-- A couple of 550 mm pieces from the front of the upper short horizontals down to the rear legs would be good, too.

    2 replies

    Reply 5 years ago on Introduction

    You can lower the height to anything you want but you can't make it any taller without buying additional planks of wood. I find these benches very comfortable to work on especially with an office chair that has all the height adjustments anyway.

    Using the thicker timber does make a sturdier bench or I wouldn't have mentioned it. The thicker horizontal beams bow less when 1 or more persons sit/stand on the bench. Because you have more width to screw the verticals the legs can withstand more rotational torque before they move, I can show you the maths if you like.

    A much easier way to strengthen the legs without 45 degree struts would be to put some long screws through the worktop into the verticals.


    Reply 5 years ago on Introduction

    It didn't occur to me before, but some subfloor adhesive (Loctite PL-400) would stiffen the whole thing up more than adding more screws. Liquid Nails makes similar adhesives. They're beige in color, most often come in tubes for caulking guns, but sometimes in small squeeze-tubes like toothpaste. These are a lot stronger than regular wood glue, and bridge gaps better. I worked for about 20 years as a carpenter, and we used to use this stuff when we built saw horses. I remember one time when a piece of heavy equipment ran over one of them-- the leg snapped, but the joint held firm. These adhesives smell bad, and should be used with adequate ventilation, but if you're not going to use angle braces, this kind of adhesive is the easiest way to add strength to the joints. (I looked at the Wickes UK website, and they don't carry this kind of adhesive. They do have Ultimate Instant Grab Adhesive, which should be close enough.)

    I had to chuckle at the thought of projects that involve having two people on the bench. (Is this a sex-education workshop, or what?) Seriously, though, most of the projects people use benches for weigh less than 50 lbs. (23 kg.), and as long as you're using standard lumber, the weight that the bench supports isn't usually as important as the ability of the bench to remain stationary when one pushes and pulls on the project sideways, and to resist flexing at the leg joints. Joint flexing is a progressive disease-- once it starts, it only gets worse.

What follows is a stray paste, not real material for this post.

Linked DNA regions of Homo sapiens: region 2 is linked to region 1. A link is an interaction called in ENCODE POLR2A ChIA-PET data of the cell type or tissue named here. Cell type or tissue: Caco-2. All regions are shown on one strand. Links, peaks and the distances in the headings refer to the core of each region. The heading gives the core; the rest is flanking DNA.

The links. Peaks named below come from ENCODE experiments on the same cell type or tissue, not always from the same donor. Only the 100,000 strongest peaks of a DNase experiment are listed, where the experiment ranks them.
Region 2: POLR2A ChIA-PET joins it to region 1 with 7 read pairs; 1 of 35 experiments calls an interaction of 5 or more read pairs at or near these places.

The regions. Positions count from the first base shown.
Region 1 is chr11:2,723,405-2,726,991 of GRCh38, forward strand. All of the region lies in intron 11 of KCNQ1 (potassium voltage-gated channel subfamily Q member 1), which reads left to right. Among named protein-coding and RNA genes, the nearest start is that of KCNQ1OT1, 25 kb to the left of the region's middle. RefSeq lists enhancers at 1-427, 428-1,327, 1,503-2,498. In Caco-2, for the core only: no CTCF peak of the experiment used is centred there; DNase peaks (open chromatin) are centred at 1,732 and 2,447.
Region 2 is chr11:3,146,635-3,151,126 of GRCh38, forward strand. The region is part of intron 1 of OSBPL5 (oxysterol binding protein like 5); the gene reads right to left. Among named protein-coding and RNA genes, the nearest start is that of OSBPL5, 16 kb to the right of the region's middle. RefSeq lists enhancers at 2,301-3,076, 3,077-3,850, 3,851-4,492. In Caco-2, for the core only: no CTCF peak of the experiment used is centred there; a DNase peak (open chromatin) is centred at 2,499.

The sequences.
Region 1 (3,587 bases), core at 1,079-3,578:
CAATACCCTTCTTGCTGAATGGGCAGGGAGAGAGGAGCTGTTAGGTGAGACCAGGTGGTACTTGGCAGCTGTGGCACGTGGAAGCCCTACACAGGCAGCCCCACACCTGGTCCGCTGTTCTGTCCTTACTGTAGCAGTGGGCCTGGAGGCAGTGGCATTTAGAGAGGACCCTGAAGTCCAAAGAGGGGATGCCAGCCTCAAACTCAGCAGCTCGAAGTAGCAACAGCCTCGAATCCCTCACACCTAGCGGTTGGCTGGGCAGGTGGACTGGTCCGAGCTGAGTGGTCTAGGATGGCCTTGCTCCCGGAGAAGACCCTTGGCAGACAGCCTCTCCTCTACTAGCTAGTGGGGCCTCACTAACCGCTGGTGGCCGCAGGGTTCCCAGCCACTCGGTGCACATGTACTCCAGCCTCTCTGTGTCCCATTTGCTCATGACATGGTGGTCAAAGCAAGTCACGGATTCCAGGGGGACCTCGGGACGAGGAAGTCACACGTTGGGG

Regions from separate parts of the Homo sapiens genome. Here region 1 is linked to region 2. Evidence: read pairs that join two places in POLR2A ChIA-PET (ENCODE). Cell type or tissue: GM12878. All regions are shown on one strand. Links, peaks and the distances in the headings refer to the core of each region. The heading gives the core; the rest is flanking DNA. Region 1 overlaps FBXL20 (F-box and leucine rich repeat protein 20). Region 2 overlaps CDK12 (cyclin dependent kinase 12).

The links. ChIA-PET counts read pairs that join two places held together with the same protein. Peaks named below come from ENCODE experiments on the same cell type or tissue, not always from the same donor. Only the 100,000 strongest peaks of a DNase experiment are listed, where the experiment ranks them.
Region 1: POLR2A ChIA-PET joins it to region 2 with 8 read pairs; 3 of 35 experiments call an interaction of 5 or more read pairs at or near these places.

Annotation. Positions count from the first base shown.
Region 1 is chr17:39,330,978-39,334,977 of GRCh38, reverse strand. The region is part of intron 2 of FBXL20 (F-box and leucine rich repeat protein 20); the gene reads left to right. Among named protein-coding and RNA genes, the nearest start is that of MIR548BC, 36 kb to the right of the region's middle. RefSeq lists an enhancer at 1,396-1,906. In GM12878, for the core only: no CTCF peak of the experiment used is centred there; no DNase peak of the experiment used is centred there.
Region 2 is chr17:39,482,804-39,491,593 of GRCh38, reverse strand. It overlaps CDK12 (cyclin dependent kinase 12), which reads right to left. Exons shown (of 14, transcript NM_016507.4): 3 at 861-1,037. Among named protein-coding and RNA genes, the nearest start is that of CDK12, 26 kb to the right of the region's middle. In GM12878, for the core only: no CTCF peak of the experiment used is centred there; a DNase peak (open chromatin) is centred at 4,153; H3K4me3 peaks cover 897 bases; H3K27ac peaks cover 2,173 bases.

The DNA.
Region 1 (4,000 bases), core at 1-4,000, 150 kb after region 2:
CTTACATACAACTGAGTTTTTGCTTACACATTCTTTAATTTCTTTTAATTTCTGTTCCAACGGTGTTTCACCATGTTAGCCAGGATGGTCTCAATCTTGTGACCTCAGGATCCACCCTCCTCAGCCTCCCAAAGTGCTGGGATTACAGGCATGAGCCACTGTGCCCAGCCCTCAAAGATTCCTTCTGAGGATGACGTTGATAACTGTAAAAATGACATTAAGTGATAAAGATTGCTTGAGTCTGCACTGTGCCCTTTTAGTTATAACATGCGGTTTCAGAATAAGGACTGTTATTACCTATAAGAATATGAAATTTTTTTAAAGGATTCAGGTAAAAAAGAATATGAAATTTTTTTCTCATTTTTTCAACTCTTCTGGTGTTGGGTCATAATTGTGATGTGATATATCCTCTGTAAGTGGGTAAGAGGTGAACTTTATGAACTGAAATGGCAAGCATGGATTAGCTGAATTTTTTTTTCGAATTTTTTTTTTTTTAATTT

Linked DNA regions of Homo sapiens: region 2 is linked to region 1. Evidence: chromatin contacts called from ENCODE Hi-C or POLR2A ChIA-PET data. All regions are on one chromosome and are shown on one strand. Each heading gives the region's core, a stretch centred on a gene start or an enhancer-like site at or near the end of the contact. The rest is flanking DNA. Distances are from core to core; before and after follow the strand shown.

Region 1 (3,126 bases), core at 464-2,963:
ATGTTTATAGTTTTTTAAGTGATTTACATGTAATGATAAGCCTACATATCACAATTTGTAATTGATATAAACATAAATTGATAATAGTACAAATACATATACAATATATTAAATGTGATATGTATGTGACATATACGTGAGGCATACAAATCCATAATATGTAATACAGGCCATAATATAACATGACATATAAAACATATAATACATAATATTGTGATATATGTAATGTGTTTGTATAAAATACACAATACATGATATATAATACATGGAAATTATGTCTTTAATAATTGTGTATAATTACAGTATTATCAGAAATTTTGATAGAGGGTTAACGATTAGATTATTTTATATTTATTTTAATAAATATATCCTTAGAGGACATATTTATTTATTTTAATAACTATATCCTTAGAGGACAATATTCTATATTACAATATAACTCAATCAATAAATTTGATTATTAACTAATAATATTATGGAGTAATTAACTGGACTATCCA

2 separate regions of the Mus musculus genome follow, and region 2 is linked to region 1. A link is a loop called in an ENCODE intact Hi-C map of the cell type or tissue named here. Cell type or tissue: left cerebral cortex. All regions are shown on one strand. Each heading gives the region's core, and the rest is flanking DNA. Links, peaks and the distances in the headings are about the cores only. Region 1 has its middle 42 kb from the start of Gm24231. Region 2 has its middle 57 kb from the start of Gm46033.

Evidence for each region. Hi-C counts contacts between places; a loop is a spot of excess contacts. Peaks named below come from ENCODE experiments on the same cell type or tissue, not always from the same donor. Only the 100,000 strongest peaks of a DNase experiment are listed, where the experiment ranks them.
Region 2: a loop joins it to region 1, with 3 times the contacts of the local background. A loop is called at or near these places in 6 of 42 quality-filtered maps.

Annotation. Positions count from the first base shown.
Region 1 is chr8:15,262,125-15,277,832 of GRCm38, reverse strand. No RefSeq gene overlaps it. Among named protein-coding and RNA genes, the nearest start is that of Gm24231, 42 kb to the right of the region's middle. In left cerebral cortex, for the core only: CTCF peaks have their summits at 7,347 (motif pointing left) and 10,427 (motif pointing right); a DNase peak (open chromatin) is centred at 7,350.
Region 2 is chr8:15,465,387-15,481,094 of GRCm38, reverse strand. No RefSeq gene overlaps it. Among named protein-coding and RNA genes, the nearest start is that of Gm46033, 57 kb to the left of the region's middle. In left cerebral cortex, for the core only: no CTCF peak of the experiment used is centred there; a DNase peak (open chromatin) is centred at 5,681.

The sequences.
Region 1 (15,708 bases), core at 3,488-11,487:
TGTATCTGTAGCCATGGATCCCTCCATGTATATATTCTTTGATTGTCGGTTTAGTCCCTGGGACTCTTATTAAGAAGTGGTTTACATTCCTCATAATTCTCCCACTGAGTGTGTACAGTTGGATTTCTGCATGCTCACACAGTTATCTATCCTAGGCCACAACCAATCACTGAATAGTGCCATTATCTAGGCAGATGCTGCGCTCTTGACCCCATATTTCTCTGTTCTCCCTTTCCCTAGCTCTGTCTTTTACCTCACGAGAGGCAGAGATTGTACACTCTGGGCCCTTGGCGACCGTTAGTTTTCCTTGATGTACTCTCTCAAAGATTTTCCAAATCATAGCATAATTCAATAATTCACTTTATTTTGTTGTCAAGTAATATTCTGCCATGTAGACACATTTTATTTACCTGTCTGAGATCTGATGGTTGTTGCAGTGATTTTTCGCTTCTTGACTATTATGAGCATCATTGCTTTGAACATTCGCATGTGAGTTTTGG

One thing I didn't mention above is that diagonal braces like the ones I suggested don't have to be cut accurately, because only one of the angle cuts would have to be placed face-to-face with another surface. The other angle cut is more incidental, because the other end is fastened through the sides of the pieces, not through the angle cut. The two angle cuts don't have to be precisely perpendicular to one another, so they can be made without fussing too much. Diagonal bracing may be a bit inconvenient, but there are good reasons that all building codes require it in wood buildings, by means of either sheathing or actual diagonal braces. The one downside of diagonal braces is that they're "too" sturdy-- they won't flex enough to allow your bench to adapt to irregular floors or for any inaccuracy in the squareness of the bench. Once they're attached, any rocking of the bench has to be dealt with by shimming or trimming the bottoms of the legs.

    If you must forego diagonal braces, then some strong adhesive added to the joint is the next best alternative. Another alternative would be to attach the benches to the walls, but it looks like the setting they're in would make that even more of a hassle than diagonal bracing.


    5 years ago

    Ive been trying to find something simple sturdy and cheap for my first workspace and thanks to this post ive found it, and in metric measurements and a bonus that I don't have to convert it being in Australia. Thanks for sharing!


    5 years ago on Introduction

    These look fabulous. If you have any leftover scrap and a way to make mitred 45 degree cuts, you can use small triangular pieces to brace the uprights against the horizontals. This will make these stronger at minimal cost. I ran into the same problem as you, not finding lumber dimensions according to the plan on account of being on the wrong side of the pond. The design for my nephew's rabbit cage used English (EU?) metric dimension lumber, which is not available here at any price, so I had to improvise. The rabbit doesn't seem to mind.


    5 years ago

    these will work great for my first real work bench! thanks so much!


    5 years ago

    awesome design it's simple n sturdy I'll be making a few of these